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gahurts posted 11/4/2013 20:04 PM

Next week I turn 50. Ugh! Birthdays never bothered me. This one does. Maybe it's because I'm not where I wanted or expected to be at this stage of my life. I'm moving forward and moving on but I feel like in doing so I am wading through peanut butter.

A couple of years ago I started running. I've done 2 5K's and the Peachtree Road Race (10K). My times are not that bad. This weekend I got my first real pair of running shoes (I did those three races in some Target specials that cost $20). They feel great. My heels are bothering me a little but after running 3.8 miles Sunday I didn't hurt at all.

So I set a goal for myself. Run my first Marathon by next October or November. I have a 5K this coming up Sunday and there are a few other races that I want to do including a half marathon in March.

So to all the runners here on SI - How do I do this and succeed? I'm not looking to catch up to the Kenyans but I want to finish with a respectable time. Is a goal of 5 hours unrealistic? I am averaging a little over 12 minutes a mile now but for much shorter distances.

Tripletrouble posted 11/4/2013 20:37 PM

Awesome!! I reclaimed running at 40 and it's better than ever. I'm slower but with way more endurance. I did my first half a year after I started again.
There are many better runners here than me, but I'll throw my 2 cents in. Build miles slowly, never increase more than 10% In a week. Also to improve your speed do some interval training. Usually do one long run per week. Once you get up to and over 8 miles, you'll need to make sure you're stretching your IT band, which is a common source of trouble in endurance runners.
A goal of 5 hours or less is reasonable, provided its the right course.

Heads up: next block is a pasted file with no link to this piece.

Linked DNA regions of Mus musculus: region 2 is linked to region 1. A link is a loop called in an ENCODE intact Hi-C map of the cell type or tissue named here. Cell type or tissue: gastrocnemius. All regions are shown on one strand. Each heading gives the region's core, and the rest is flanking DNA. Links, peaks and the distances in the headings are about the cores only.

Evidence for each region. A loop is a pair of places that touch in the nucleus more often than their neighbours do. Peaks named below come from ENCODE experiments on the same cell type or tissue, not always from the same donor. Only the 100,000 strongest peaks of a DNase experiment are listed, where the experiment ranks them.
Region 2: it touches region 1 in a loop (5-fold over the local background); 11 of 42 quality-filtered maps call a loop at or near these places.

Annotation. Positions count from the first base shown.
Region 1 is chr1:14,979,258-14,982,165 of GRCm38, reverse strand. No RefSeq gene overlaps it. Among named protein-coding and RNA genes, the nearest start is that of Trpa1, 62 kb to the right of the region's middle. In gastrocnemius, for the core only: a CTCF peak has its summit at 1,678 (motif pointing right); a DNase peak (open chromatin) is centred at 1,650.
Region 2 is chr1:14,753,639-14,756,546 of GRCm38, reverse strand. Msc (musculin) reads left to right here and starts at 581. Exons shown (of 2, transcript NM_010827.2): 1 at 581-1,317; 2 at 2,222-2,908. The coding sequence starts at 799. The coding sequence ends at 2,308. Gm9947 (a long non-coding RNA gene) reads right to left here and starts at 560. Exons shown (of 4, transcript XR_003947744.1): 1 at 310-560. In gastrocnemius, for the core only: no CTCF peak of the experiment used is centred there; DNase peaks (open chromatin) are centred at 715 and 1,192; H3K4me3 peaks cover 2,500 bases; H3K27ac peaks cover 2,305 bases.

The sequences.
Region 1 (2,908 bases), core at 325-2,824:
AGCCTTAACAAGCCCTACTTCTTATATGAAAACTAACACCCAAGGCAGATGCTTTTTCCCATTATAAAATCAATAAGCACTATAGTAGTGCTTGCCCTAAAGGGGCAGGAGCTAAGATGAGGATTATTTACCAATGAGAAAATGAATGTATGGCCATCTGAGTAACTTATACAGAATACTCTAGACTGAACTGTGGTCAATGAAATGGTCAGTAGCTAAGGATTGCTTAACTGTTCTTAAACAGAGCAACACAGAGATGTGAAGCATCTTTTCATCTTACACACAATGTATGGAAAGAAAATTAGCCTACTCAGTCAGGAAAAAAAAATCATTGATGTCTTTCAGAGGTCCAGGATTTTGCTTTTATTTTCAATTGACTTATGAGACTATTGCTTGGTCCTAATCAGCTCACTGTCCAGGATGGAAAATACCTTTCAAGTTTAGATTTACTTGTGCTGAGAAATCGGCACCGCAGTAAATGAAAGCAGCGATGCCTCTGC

In Georgia you have some options for greenway and rails to trails running. Good luck!

She11ybeanz posted 11/4/2013 21:33 PM

Totally doable! I'm not a super fast runner but just did my 3rd marathon in 4:56 at the Marine Corps Marathon with an average of 20 miles a week and the longest mileage being 25 miles. My longest run was 18 miles but a lot of people swear by the token 20 mile run. I DO recommend a few things that helped me a lot. Don't do any runs over 14 miles 3 weeks before your race.... it takes your body at least 3 weeks to "memorize" mileage. The morning of the race eat what you ALWAYS eat before a long-run...nothing new.... also stop eating and drinking (except maybe a sip or so) 3 hours before the race. Bring your own gels to the race but don't worry about gatorade or water. There will be plenty on the course! I stop drinking and eating 3 hours before the race so my stomach will do its business beforehand and in the last 2 marathons I haven't had to stop to use the bathroom in the 5 hours of running!! But in my 1st marathon, I had to stop 6 miles in to pee...because I drank WAY too much beforehand! Newbie mistake! Live and learn and you won't need luvs!